MCA logo



Weekly Asian Medical News Bulletin – 28 April 2023

Weekly News Bulletin

Medical Channel Asia presents the weekly Asian medical news bulletin, bringing you essential healthcare news from across the region. 

This week, we cover responses to rising COVID-19 cases and more.


COVID-19 cases in the Philippines are still on the rise, with a 32% increase in average daily new infections reported last week. Despite this, the Department of Health (DOH) notes that reserved COVID-19 hospital beds’ utilisation remains below the 20% low-risk threshold. A total of 26 provinces are under alert level 2, but these could be downgraded to alert level 1 if they reach 70% vaccination coverage. Currently, these provinces have low-risk classifications for cases and utilisation rates but have vaccination rates below 70% of their target population. According to the DOH, no province or city has escalated from alert level 1 to level 2 since January this year. Health officials are strictly monitoring several areas due to their low vaccination rates, which are attributed to the spread of fake news regarding the supposed ill effects of vaccination.


A study by Duke-NUS Medical School and the Institute of Mental Health (IMH) reveals that symptoms of anxiety and depression could be costing Singapore nearly S$16 billion, or 2.9% of its GDP. Published in BMC Psychiatry, the researchers analysed data from 5,725 Singaporean adults. It found that 14% showed signs of depression, while 15% had symptoms of anxiety. Of those identified, only 32% sought health care and 24% consulted a mental health provider. These conditions led to an additional 17.7 days of missed work per year and 40% reduced productivity at work. The Singapore government has formed a multiagency task force to address this growing mental health crisis.


The Public Health Ministry in Thailand has launched “The Big Catch-Up” campaign to increase child immunisation rates, following a recent study showing a decline to around 80%. The campaign, involving both public and private sectors, aims to boost vaccination rates of essential vaccines such as polio, measles, DPT, pertussis, tetanus, hepatitis B, and HPV. Dr Nakhon, from the National Vaccine Institute, emphasised the importance of maintaining an immunisation rate above 90% to prevent disease outbreaks. The collaborative efforts of health organisations, professionals, and volunteers are crucial for the campaign’s success. By ensuring vaccines reach every corner of the country, Thailand aims to protect public health and prevent the unnecessary loss of lives. This positive initiative seeks to keep communities safe and healthy for future generations.


Malaysia’s health ministry considers implementing a mask mandate in schools due to a surge in COVID-19 cases, especially with the new Arcturus variant. Health Minister Zaliha Mustafa plans to discuss the matter with Education Minister Fadhlina Sidek this week. The Arcturus variant is a subvariant of Omicron. It spreads more efficiently than other strains and is resistant to antibodies, according to a study by the University of Tokyo. Confirmed cases increased by 30.4% in the 14 days leading up to April 22. Standard operating procedures for mask use in schools will be released before they reopen on May 2. However, the Malaysian Medical Association believes a mask mandate is unnecessary. Instead, they emphasised the importance of hand hygiene and building strong immune systems through healthy lifestyles.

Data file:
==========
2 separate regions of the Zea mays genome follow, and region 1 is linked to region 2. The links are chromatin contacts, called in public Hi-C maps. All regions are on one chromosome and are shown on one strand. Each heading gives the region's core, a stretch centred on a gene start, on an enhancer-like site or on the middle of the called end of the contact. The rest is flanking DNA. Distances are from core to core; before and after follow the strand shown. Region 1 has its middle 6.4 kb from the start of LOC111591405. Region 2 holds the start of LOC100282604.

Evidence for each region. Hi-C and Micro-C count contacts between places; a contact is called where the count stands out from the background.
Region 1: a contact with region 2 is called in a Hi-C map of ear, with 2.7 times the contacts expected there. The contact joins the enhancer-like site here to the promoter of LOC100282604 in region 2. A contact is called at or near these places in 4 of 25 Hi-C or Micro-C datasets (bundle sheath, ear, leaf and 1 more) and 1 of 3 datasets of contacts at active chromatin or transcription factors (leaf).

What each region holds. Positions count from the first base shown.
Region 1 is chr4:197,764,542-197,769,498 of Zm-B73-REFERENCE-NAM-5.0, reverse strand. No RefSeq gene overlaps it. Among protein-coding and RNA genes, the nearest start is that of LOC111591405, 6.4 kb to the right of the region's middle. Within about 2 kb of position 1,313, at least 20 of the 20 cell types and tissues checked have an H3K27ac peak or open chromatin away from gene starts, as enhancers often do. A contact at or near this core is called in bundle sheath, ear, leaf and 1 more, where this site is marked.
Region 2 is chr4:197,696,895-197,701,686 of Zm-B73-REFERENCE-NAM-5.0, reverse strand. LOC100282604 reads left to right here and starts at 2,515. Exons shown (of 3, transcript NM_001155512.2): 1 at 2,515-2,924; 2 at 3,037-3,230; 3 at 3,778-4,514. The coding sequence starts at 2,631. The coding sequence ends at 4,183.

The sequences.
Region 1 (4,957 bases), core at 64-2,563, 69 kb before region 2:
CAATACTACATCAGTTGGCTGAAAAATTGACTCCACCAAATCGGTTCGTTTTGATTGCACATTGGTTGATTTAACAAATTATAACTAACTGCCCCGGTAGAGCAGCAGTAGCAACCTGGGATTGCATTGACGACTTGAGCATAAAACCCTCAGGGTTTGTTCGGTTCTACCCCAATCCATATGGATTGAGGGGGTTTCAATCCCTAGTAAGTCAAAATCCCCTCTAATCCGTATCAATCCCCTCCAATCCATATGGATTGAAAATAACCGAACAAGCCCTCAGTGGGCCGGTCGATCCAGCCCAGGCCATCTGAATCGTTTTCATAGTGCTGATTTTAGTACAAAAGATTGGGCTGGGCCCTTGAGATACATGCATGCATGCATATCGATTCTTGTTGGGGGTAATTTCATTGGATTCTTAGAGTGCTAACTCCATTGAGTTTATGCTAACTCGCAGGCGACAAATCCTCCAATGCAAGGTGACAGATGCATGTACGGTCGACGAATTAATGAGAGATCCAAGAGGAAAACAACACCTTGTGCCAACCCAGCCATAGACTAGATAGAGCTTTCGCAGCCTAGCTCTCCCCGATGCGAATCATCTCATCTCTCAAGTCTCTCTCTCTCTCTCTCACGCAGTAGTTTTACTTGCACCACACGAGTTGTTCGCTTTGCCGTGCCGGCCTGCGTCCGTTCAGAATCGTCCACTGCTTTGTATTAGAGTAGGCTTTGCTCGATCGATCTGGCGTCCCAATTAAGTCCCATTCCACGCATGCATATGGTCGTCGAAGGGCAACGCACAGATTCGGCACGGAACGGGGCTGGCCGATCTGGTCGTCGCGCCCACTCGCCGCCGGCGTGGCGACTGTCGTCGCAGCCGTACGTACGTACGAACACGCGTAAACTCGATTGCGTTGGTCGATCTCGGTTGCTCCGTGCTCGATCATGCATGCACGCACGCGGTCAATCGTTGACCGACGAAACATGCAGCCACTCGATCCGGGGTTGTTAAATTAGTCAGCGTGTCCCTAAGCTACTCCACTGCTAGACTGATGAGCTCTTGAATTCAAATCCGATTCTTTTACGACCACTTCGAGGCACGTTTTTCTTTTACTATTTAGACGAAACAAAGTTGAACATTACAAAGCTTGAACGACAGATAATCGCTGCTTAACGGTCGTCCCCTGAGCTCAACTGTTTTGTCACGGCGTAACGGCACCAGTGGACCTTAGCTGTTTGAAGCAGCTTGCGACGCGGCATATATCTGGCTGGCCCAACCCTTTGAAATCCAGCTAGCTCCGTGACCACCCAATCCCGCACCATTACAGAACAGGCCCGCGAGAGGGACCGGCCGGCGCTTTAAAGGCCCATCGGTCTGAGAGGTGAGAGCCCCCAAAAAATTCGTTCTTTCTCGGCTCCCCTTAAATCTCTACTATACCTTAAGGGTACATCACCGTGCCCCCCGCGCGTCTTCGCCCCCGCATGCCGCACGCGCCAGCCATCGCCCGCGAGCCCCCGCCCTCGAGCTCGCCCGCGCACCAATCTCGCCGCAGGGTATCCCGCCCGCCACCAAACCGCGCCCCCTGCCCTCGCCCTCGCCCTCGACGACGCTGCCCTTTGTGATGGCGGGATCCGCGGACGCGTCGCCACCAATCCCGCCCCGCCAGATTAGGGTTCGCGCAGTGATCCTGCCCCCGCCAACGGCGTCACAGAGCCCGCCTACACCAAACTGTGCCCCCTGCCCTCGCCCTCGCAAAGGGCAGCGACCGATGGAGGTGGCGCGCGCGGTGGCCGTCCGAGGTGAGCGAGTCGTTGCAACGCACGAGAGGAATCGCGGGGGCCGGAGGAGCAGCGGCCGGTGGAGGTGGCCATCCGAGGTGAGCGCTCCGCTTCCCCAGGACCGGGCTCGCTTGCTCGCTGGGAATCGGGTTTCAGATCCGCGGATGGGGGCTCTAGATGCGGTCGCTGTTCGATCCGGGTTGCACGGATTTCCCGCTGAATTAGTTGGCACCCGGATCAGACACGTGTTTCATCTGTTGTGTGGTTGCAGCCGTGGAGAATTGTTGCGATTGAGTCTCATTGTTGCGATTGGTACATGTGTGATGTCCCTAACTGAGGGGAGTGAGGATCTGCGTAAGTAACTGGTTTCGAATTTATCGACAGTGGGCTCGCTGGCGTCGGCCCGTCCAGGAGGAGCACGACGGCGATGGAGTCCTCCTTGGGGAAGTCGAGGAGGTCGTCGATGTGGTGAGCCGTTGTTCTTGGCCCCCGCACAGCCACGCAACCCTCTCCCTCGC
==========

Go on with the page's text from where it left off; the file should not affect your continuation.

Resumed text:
Amidst unusual hot weather in Indonesia, the Indonesian Health Ministry offers tips to maintain health and wellbeing. Mohammad Syahril, the ministry spokesperson, advises drinking ample water before feeling thirsty to prevent dehydration. Avoiding caffeinated, alcoholic, and sweetened drinks is also recommended. People should limit direct sun exposure, use hats or umbrellas, and wear light, loose clothing.

Staying indoors between 11 a.m. and 3 p.m. and avoiding dark clothes are additional precautions. Sunscreen with at least 30 SPF should be applied and a cold water spray bottle kept in vehicles. Syahril urges vigilance for dehydration symptoms such as excessive sweating, cramps, nausea, dizziness, and low output of dark yellow urine. Cooling the body and drinking water may help, but if symptoms persist, seek medical treatment. The Meteorology, Climatology, and Geophysics Agency (BMKG) forecasts continued high UV indices and hazard risks in the region.


A rising number of Vietnamese students are experiencing nicotine poisoning and other health issues due to e-cigarettes and heated tobacco products, the Ministry of Health’s Medical Examination and Treatment Department reports. There has been a significant increase in electronic nicotine delivery products and heated tobacco product usage among students. These products pose health risks, contribute to social evils like drug abuse, and adversely impact adolescent lifestyles.

To combat this issue, the department advises increased communication about the dangers of these products and stricter enforcement of regulations prohibiting their use. Collaboration between health departments, media agencies, and educational institutions is essential for disseminating information on the harmful effects of e-cigarettes and heated tobacco products.

Data from 2022 reveals that tobacco use among students aged 13-15 in Vietnam increased from 0.2% in 2014 to 0.8%. E-cigarette use among those over 15 also rose from 0.2% in 2015 to 3.6% in 2020. The World Health Organization asserts that e-cigarettes are more harmful than traditional cigarettes and can cause severe health effects.


Share via

Also worth reading

People also read: